The Dangers of Canola Oil

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Marketed as a wonder oil for preparing heart-healthy recipes, canola oil has come under attack since at least the 1980s. The origin of canola, the plant engineering behind it, and everything from its mysterious approval by the Food and Drug Administration as a GRAS (generally recognized as safe) food in 1985 to its trans fat content has come under scrutiny. According to the Optimal Breathing website, the Canadian government was rumored to have paid the FDA $50 million for the GRAS approval rating.

Field of Plants for Canola oil
Field of Plants for Canola oil (Image: Hemera Technologies/Photos.com/Getty Images)

What is Canola?

Canola is an acronym for Canada oil, low acid, and was contrived by the Canadian oil industry in 1978. Canadian scientists genetically modified the rapeseed plants for the express purpose of processing the oil for human consumption. It was cheap and easy to grow. In the 1970s, the food super-companies were looking for substitutes for saturated fats, which were being blamed for heart and other health diseases, and Canada was set to fill the need with canola.

Natural rapeseed oil is poisonous to humans and animals. It contains high levels of erucic acid, which causes heart lesions and other problems. Reasons for the need to change the name for marketing purposes are obvious. Rapeseed has been used as a source of oil for thousands of years in Asia and Europe, but it was unprocessed cold-pressed oil.

Close up of rapeseed plant
Close up of rapeseed plant (Image: BananaStock/BananaStock/Getty Images)

Processing and Marketing

Rape oil, like most vegetable oils, goes rancid very quickly after it is pressed. Traditional Asian and Indian processing used cooked seeds and a small press to cold-press the fresh oil from the seeds.

Canola oil is processed by using solvents (hexane) and chemicals to strip oils from the seeds and using high heat, which turns the omega-3s rancid and very smelly. Further processing to remove the odor of the rancid omega-3s turns them into trans-fatty acids. Canola is hydrogenated to solidify it, and in this form it may contain as much as 40 percent trans fats.

Oil in jar
Oil in jar (Image: Medioimages/Photodisc/Photodisc/Getty Images)

Genetics

Canadian plant geneticists worked to eliminate glycosides, which interfere with thyroid function, and to remove erucic acid by first developing low erucic acid rapeseed (LEAR). Early LEAR oil studies at Unilever in Netherlands indicated that it caused heart lesions. New generations of genetically modified rapeseed plants are constantly being developed, so long-term effects are not available.

Canola seeds are transgenic, which is laboratory genetic manipulation that combines genes from different species of plants. Rapeseed is wind pollinated, and the GM varieties have crossed uncontrolled into other crops.

Laboratory
Laboratory (Image: Ryan McVay/Photodisc/Getty Images)

Other Problems

Claims of several human health side effects from canola oil are loss of vision, disruption of the central nervous system, respiratory illness, anemia, constipation, increased incidence of heart disease and cancer, low birth weights in infants and irritability. Many of these have not appeared in medical journals, and long-term research has not been done to substiantiate or refute the claims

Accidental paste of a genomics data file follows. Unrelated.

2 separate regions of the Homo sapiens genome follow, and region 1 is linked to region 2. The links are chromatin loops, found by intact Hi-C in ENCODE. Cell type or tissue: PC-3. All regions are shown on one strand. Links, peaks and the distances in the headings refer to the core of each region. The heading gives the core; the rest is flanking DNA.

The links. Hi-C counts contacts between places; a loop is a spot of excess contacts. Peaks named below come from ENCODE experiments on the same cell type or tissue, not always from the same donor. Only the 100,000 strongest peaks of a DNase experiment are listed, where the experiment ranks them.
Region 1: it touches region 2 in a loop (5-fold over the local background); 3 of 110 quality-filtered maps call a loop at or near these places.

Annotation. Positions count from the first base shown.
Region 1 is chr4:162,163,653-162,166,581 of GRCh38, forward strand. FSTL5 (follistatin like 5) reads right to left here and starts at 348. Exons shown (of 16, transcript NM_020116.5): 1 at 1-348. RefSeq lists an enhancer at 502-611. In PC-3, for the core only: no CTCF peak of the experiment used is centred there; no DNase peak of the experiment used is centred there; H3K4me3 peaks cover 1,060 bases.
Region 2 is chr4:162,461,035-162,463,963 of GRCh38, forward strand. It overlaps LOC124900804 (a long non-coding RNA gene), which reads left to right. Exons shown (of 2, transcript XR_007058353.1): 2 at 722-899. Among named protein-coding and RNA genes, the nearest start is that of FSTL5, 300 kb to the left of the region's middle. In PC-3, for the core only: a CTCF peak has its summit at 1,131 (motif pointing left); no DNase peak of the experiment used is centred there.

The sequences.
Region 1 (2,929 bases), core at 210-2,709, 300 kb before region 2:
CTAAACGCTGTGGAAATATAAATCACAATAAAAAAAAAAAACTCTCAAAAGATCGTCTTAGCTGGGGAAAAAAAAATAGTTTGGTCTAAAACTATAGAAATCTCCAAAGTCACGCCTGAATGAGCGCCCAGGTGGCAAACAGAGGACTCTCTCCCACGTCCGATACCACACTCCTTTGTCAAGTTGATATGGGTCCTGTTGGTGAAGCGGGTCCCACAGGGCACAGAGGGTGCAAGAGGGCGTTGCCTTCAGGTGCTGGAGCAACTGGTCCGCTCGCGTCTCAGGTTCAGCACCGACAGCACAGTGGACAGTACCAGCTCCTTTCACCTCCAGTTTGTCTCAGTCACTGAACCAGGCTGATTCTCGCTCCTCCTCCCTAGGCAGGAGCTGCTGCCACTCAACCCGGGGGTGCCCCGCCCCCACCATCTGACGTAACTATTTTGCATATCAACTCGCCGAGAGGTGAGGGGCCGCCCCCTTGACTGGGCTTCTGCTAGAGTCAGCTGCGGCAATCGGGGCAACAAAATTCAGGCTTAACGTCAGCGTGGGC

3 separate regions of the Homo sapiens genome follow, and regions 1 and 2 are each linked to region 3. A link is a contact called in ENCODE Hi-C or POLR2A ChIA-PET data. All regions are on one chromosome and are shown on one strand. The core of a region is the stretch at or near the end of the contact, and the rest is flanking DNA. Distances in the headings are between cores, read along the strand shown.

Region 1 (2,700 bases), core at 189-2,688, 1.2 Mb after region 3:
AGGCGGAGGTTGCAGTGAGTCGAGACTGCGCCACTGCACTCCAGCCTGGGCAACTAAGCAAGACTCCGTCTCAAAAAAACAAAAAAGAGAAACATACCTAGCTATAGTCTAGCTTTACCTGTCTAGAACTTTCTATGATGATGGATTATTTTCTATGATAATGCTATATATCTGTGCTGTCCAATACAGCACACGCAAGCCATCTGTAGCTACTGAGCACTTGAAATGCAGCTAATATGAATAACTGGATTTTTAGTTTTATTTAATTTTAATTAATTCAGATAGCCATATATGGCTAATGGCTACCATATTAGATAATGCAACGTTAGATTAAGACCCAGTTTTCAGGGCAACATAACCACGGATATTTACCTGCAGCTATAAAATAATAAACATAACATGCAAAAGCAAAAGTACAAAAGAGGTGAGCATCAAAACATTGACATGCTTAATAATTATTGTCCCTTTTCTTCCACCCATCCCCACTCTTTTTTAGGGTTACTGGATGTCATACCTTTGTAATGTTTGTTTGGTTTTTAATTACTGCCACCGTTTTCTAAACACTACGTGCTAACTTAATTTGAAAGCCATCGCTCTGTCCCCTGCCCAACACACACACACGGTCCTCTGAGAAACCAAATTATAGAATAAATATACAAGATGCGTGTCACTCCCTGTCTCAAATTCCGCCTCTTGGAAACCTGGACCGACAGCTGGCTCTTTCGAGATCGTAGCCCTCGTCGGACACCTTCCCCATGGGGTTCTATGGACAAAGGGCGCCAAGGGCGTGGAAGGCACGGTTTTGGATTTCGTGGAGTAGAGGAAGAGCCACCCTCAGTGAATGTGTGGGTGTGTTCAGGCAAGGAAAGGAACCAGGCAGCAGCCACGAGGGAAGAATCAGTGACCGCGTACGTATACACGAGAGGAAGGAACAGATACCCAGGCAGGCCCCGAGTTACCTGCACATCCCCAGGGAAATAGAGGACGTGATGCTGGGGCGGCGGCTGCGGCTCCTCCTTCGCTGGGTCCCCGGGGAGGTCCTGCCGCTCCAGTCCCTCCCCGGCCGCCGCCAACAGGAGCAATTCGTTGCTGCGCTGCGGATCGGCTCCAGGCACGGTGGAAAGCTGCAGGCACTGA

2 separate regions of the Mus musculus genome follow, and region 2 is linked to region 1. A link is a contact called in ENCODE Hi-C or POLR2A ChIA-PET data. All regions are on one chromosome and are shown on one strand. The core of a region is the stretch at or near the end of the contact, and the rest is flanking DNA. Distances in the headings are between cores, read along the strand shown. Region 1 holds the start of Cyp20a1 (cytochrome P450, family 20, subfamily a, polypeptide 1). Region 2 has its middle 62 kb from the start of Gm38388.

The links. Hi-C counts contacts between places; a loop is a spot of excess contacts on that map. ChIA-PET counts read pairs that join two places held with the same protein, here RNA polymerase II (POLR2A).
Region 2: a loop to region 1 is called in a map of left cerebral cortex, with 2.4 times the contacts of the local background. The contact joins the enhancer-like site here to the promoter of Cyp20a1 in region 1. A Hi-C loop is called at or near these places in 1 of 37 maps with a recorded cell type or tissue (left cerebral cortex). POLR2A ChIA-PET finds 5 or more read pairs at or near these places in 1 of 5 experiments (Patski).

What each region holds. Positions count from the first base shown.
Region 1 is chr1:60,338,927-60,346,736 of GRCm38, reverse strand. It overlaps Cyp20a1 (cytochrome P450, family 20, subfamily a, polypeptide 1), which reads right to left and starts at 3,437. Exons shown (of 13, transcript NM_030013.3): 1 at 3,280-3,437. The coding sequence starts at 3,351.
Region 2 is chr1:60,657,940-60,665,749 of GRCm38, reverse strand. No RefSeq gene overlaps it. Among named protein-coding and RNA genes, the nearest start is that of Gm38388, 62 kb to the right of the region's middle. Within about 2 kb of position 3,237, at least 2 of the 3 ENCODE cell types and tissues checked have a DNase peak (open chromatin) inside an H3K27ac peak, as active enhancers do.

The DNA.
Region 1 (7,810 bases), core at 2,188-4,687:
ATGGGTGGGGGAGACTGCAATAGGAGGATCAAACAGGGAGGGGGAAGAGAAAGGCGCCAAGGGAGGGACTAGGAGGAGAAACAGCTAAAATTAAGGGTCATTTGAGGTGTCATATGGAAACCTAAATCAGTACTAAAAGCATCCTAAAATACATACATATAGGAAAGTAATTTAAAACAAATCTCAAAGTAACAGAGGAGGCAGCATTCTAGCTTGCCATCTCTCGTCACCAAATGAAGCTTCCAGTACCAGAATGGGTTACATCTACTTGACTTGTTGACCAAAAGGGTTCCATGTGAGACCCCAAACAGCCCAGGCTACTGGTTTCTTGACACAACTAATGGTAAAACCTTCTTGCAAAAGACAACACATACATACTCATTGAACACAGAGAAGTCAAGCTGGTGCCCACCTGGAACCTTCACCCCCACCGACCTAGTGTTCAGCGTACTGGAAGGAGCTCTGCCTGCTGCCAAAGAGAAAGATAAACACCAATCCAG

As an industrial oil, it is used as a lubricant, as biodiesel fuel, in soap, in colored printing processes, and to make synthetic rubber. Before canola, Canadian rapeseed was mainly grown to produce lubricating products for ships. All vegetable oils can be used for these purposes.

Man touching eyes
Man touching eyes (Image: Polka Dot Images/Polka Dot/Getty Images)

Vitamin E Depletion

Studies have conclusively shown that canola depletes vitamin E, which is necessary for life. The most well-known studies were done by Canadian researchers in 1997 and involved piglets fed milk replacer containing canola and fortified with vitamin E. Their vitamin E levels dropped dangerously low. Part of the test included piglets on milk replacer with soy oil and fortified with vitamin E, and their levels did not drop.

In 1998, the same research group reported problems in platelet count and platelet size in piglets on canola-based feed.

Vitamin e capsules
Vitamin e capsules (Image: Visage/Stockbyte/Getty Images)

Cancer

Rapeseed oil used in China for stir-frying produced highly carcinogenic smoke. According to The Wall Street Journal on June 7, 1995, an increased incidence of lung cancer occurs in people who breathe the smoke.

Stirfry
Stirfry (Image: Jupiterimages/Photos.com/Getty Images)

Animal Feed

From 1986 until 1991, rapeseed was used in animal feed in England and Europe; its use was halted in 1991 when studies indicated health problems directly related to it. Problems subsided when it was no longer used.

Man feeding cows on farm
Man feeding cows on farm (Image: Digital Vision./Digital Vision/Getty Images)

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